Studies have shown that art can impact a viewer’s emotions more effectively than a scary news report. Behavioral science tells us that humans take action and make decisions based on emotions above all else. This is why I have dedicated my career to translating and illuminating scientists’ warnings and statistics into an accessible medium, one that people can connect with, on a level that might penetrate more deeply than scientific facts.

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Photo: Brian Maranan Pineda

Tell me about the palette of colors and dry pastel material you used here.
I have been using Unison Colour Soft Pastels exclusively for over ten years now. I was introduced to them in college, and have continued to love their rich colors and soft feel. I developed a relationship with the company in the last two years, after reaching out to see if they might be interested in sponsoring some of my materials. Their pastels are handmade in Northern England, and they have been absolutely lovely to work with. When I started working on Maldives no. 13, I struggled to find the right color for the froth in the wave. I mixed several colors on the paper and still couldn't get it just right. I asked the Unison team if they might be up for the challenge, and thus, began a collaboration that continues today. I explain to them what I am looking for, they make some samples, and eventually we perfect it together. After several new colors were created, they decided to put together a new set titled "Ocean Blues inspired by Zaria Forman," and a few free sets were given away to fans of mine.

What kinds of reference materials do you use to guide your process?
My process begins with visiting the places at the forefront of climate change. I take thousands of photographs on site. Back in the studio, I work from both my memory of the experience and the photographs to create large-scale compositions, sometimes over ten feet wide. Ninety percent of the time, I work from my own photographs, but occasionally I will use my mother's, from our first trip to Greenland together. I am immensely grateful for all of the negatives and contact sheets she left behind, as they allow me a chance to collaborate with her, even after her passing.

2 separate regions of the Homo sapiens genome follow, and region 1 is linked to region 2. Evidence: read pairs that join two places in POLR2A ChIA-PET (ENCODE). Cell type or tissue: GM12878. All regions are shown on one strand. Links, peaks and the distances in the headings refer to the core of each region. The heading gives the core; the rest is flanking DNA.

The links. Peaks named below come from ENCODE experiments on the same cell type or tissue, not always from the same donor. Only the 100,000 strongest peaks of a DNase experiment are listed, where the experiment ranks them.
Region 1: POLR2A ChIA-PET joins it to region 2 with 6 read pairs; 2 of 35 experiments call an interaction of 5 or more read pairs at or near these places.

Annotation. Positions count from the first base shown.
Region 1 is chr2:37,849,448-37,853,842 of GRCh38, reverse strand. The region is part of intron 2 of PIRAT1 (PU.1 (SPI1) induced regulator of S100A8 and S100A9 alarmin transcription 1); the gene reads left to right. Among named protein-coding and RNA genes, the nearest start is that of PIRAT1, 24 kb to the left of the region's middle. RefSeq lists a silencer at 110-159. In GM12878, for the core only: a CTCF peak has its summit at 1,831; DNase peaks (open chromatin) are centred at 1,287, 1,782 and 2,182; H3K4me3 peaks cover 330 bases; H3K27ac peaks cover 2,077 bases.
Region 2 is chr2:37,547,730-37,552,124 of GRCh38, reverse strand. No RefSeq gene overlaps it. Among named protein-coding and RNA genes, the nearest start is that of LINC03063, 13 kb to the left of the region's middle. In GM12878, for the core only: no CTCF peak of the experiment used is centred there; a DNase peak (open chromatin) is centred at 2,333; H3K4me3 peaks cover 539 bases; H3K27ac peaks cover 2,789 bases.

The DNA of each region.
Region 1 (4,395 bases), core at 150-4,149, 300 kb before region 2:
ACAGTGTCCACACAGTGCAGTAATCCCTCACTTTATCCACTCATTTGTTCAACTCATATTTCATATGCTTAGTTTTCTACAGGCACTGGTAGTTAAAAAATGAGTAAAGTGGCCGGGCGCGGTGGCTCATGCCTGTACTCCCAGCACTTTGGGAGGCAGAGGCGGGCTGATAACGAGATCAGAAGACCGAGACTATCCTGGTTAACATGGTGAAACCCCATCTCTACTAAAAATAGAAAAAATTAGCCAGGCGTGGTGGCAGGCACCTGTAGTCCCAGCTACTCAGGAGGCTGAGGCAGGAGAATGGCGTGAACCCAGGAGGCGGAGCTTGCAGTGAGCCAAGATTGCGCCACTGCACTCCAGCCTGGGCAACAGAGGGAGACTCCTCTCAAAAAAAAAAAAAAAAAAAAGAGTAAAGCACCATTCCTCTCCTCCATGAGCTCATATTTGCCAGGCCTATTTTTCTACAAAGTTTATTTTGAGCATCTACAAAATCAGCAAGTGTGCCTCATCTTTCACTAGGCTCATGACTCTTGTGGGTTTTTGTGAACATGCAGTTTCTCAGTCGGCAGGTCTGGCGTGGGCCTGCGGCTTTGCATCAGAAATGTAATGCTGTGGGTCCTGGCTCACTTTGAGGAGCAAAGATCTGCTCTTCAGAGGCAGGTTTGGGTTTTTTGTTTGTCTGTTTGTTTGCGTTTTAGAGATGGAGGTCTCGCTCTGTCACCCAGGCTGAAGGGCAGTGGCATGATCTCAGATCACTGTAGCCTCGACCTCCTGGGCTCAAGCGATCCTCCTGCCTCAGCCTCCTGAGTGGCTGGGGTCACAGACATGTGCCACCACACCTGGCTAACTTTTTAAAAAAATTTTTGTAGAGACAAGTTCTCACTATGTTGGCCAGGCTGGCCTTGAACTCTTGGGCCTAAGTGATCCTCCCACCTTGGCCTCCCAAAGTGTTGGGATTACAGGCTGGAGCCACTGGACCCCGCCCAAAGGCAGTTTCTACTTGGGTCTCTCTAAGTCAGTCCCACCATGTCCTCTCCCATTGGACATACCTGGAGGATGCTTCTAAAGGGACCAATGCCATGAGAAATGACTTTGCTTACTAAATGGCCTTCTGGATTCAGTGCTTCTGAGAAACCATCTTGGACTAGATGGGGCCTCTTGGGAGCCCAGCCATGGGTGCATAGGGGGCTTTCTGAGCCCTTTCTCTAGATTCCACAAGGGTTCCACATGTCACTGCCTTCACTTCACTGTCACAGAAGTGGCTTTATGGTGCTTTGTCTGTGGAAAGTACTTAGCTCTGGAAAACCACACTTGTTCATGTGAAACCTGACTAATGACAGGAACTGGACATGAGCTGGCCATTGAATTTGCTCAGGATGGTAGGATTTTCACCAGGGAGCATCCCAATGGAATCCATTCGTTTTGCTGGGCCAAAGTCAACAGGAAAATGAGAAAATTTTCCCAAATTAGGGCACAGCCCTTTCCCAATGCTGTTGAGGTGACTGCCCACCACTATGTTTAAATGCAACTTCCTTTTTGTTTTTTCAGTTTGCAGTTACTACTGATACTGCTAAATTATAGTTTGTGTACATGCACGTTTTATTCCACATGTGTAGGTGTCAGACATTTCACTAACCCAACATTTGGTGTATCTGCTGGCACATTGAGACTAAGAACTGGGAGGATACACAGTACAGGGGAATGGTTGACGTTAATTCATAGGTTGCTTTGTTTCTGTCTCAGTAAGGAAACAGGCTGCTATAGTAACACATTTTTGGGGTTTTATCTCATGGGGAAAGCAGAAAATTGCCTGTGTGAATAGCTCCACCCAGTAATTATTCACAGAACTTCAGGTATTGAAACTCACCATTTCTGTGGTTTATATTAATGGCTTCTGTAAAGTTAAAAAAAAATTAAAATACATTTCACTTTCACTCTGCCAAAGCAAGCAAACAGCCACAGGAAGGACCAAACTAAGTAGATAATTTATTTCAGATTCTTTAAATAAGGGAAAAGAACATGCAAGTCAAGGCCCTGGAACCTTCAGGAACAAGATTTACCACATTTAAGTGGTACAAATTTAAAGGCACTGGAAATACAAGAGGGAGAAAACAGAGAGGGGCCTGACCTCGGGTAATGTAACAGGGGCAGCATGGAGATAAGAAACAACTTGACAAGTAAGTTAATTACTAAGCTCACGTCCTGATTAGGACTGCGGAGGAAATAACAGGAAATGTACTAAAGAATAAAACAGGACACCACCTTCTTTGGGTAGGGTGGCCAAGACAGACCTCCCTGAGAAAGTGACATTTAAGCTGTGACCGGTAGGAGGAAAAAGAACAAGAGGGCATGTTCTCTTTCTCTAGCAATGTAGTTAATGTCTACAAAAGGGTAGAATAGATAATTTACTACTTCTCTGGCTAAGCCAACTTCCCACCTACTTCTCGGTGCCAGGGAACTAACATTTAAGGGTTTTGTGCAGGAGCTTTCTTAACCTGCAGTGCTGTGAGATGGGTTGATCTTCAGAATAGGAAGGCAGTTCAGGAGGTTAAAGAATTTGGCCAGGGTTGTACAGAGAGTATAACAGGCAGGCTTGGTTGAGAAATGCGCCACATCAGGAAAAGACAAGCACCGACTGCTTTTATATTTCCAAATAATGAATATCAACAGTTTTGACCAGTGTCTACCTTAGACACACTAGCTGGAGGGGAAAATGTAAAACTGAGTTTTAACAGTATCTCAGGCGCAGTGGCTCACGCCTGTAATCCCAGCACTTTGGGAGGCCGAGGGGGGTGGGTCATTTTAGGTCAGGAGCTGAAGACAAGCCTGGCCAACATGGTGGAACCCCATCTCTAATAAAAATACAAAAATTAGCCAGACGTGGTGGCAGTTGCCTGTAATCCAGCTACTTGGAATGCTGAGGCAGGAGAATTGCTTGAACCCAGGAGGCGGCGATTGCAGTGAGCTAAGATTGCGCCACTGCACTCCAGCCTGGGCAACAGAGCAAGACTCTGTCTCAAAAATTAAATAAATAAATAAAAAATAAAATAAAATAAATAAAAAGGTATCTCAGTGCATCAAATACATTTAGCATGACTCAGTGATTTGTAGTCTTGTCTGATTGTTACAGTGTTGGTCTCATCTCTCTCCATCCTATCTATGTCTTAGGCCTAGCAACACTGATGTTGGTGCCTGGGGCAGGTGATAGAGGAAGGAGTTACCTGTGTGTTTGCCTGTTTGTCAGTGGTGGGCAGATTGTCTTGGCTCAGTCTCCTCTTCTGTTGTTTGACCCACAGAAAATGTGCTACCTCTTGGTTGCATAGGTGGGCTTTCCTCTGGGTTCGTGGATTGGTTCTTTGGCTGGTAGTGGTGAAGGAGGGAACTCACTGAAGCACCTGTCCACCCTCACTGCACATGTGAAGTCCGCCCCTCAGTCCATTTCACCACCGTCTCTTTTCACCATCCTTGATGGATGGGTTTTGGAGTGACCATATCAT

This past year, I have also referenced a few of my friend Todd Murphy's photographs. He has been to the Arctic and Antarctica several times, and has generously allowed me to peruse all of his photos, pick and choose, and edit as I wish. I consider the two drawings I have made from his photos of Antarctica as preliminary studies for my upcoming expedition there. It is generally important for me to physically experience the landscape I draw, but every now and then I make exceptions.

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Photo: Brian Maranan Pineda

How did it come about that you were included in Dismaland? What was your take on the experience?
Banksy contacted me in early June to invite me to participate. It was an enormous honor to be a part of such an exciting spectacle. I thoroughly enjoyed the exhibit and felt it was meticulously and very well curated. It was wonderful to meet some of the other participating artists, who were all equally thrilled and honored to be there, no matter how well-known they were. Banksy was a joy to communicate with, and his crew in Weston Super-mare was not only hard-working and diligent, but also very kind and accommodating, even during the most stressful last hours of hanging the show and prepping it for opening day. The entire experience feels like a dream to me now; certainly one I will never forget!

How do you hope your art will influence the global conversation about climate change? Do you consider your work to be politically charged?
One of the many gifts my mother gave me was the ability to focus on the positive, rather than dwell in the negative. I hope my drawings can serve as records of landscapes in flux, honoring the transition, and inspiring our global community to take action for the future.

I don't like to label myself as a political or environmental artist, but my work obviously addresses a crisis that requires major changes in government policy.

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Read the full interview in the January, 2016 issue of Juxtapoz Magazine, available here.

Follow Zaria's adventures in Antarctica on her Instagram.